UN condemns Libyan militia attack on state institutions, exploiting national wealth

The NATO Libya war in 2011 sent the country spiraling into chaos and civil war, now characterized by militia rule, sectarianism and proxy war.

The United Nations, in the form of its specific Libyan body, the United Nations Support Mission in Libya (UNSMIL) expressed its ‘‘strong condemnation of the violence, intimidation and obstruction to the work of Libya’s sovereign institutions by militiamen’’. (Feature photo: One of the leading Libyan militia war lords, Abdalraouff Ghnewa Kikli, reportedly in control of the Ain Zara A prison facility in Tripoli.)

The unusually strong and rather brave condemnation using the seldom-used term by UNSMIL, ‘‘militia’’, came in a statement issued yesterday.

The statement continued, adding that ‘‘members of brigades nominally acting under the Ministry of Interior of the Government of National Accord are attacking sovereign institutions and preventing them from being able to operate effectively’’, reports The Libya Herald.


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The purging of the Tawhargha tribe by the militia leaders is catching international attention. The Libyan prisons held under militia control is, according to sources on the ground, filled with black Libyans who are incarcerated indefinitely, without the prospect of a proper and just trial.

The Libya Herald further states: “The statement added that ‘‘interference with sovereign institutions and with Libya’s national wealth is a grave matter and must stop immediately’’.

The statement further called on ‘‘the Government of National Accord to take the steps necessary to prosecute those responsible for these criminal actions.”

”The United Nations will report to the international community and work with all of the competent authorities to investigate the possibility of bringing sanctions against those interfering with or threatening the operations of any sovereign institution which works for the good of Libya and the Libyan people’’.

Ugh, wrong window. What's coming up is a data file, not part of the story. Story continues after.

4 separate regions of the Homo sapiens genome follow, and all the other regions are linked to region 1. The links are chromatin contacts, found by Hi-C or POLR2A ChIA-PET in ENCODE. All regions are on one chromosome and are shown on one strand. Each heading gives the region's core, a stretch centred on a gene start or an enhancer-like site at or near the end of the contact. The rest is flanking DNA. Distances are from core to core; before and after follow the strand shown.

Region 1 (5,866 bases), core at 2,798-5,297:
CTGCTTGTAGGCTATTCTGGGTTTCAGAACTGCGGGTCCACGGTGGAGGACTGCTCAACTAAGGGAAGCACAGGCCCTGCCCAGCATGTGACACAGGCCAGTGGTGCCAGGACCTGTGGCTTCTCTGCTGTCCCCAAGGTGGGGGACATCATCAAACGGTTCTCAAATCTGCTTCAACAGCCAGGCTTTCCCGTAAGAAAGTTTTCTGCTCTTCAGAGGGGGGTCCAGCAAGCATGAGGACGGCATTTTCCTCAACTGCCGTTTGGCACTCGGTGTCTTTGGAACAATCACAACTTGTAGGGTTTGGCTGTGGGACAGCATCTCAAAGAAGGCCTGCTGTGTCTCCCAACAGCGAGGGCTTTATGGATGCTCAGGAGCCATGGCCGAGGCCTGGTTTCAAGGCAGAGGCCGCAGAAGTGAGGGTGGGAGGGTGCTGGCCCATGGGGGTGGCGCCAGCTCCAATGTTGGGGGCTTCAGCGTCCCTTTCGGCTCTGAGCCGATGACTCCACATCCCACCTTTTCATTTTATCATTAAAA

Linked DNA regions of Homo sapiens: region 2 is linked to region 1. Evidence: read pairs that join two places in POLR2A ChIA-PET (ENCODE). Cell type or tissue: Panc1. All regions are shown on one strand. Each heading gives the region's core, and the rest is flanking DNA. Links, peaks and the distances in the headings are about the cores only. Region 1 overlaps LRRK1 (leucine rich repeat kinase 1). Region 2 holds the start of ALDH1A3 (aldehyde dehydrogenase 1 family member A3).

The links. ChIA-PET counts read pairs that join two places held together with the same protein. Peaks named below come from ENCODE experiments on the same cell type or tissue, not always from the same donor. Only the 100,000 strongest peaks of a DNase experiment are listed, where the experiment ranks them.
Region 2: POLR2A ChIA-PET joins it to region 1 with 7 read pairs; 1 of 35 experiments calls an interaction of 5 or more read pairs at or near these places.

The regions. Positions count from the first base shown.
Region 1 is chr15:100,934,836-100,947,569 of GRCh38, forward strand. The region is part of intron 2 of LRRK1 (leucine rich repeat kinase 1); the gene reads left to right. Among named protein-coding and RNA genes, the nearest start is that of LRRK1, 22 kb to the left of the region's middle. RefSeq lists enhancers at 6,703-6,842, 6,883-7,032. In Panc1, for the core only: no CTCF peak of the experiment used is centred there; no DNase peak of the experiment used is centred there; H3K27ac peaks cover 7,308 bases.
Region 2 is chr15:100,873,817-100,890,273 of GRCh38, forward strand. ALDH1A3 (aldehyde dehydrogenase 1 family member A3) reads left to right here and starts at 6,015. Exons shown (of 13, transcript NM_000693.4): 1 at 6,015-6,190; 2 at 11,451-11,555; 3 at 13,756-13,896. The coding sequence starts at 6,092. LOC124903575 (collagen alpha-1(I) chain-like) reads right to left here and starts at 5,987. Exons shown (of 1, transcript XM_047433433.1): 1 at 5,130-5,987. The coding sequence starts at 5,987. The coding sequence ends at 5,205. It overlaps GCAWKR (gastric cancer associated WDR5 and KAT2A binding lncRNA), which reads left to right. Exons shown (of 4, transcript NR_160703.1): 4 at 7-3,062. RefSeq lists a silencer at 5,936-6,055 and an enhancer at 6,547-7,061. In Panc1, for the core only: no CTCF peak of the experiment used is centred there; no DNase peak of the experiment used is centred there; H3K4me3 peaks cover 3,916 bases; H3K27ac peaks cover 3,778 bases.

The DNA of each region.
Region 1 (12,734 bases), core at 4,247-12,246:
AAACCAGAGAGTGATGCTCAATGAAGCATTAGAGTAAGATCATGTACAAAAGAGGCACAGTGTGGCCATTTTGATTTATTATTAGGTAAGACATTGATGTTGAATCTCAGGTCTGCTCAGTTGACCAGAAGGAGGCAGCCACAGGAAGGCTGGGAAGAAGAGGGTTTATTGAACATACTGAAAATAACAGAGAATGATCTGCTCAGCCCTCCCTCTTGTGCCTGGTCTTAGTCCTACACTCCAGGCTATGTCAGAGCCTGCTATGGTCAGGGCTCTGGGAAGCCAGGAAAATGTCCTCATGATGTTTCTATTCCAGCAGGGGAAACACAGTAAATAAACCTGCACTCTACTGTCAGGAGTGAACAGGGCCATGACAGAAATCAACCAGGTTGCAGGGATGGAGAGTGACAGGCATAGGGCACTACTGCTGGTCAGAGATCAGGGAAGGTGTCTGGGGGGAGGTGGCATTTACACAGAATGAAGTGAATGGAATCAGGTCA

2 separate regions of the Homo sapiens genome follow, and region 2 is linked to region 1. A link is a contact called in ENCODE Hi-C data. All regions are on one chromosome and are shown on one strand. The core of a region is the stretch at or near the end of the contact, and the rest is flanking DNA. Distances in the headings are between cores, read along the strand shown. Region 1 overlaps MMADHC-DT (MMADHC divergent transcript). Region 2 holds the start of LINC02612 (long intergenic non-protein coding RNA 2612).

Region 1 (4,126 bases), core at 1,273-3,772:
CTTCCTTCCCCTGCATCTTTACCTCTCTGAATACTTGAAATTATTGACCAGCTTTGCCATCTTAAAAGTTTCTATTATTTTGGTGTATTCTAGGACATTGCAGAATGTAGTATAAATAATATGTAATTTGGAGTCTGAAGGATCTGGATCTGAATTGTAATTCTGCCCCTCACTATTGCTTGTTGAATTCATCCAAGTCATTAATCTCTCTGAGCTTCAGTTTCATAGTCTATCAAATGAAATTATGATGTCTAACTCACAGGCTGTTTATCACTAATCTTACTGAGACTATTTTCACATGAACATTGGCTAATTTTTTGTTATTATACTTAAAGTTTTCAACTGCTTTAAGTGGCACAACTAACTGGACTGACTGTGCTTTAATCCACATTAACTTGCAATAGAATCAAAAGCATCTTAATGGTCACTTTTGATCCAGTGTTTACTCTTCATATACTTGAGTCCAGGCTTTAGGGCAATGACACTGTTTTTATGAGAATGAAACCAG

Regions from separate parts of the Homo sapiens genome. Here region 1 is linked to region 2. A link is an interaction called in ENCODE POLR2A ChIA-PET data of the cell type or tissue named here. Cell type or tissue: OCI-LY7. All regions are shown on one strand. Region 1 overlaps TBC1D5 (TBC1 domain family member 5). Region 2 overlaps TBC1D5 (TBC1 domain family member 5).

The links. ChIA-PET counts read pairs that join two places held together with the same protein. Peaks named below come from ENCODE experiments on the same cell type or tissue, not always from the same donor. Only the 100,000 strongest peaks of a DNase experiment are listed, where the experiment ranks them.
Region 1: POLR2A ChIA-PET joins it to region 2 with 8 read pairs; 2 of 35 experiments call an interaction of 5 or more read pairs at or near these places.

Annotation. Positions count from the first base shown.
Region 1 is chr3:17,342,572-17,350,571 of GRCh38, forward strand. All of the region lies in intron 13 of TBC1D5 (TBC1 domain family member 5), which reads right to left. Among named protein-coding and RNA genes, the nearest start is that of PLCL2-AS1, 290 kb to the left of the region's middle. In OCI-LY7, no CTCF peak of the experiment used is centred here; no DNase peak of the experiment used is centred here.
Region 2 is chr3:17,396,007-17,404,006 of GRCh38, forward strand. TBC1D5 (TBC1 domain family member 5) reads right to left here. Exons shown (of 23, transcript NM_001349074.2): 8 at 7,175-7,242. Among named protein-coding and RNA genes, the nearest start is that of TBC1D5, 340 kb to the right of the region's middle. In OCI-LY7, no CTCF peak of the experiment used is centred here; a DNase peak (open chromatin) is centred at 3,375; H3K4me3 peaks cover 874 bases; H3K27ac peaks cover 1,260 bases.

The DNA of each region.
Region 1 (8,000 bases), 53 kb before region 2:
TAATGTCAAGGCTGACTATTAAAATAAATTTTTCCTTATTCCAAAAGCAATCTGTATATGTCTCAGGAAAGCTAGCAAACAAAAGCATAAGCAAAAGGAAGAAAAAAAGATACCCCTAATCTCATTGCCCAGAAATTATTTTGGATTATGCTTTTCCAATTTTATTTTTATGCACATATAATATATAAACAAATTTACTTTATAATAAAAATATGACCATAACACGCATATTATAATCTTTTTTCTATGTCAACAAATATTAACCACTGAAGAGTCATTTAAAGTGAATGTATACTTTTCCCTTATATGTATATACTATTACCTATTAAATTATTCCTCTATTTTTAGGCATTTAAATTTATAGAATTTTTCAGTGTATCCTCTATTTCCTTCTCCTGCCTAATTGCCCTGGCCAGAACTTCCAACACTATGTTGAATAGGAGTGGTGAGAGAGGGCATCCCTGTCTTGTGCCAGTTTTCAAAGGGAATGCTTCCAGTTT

Entry of the Tripoli Prison facility of Ain Zara A, where the now 45 condemned men reportedly are kept, awaiting death penalty even though the Libyan courts acquitted them, 2018. The war lord controlling this prison is reportedly Abdalraouff Ghnewa Kikli.

What must be noted in this ironic statement that best encapsulates and reflects the true and sad state of affairs in Libya, is the line in the UNSMIL statement that reads ‘‘members of brigades nominally acting under the Ministry of Interior of the Government of National Accord are attacking sovereign institutions and preventing them from being able to operate effectively’’.

The irony is that UNSMIL, which has turned a blind eye to militias in the hope of establishing the Faiez Serraj government in Tripoli, is asking those very militias to help the Tripoli government to enforce legitimacy and the rule of law.

The UNSMIL statement is not condemning some small, marginal turncoat militias in the hinterland of Libya, but the main militias propping up the internationally-recognized Faiez Serraj Tripoli-based government in the capital.

It will also be recalled that despite hints that it may implement some kind of security reform or disarmament, demobilization and reintegration (DDR) programme of Libya’s militias, UNSMIL in particular and the international community in general, have shied away from tackling head-on the matter of Libya’s militias.


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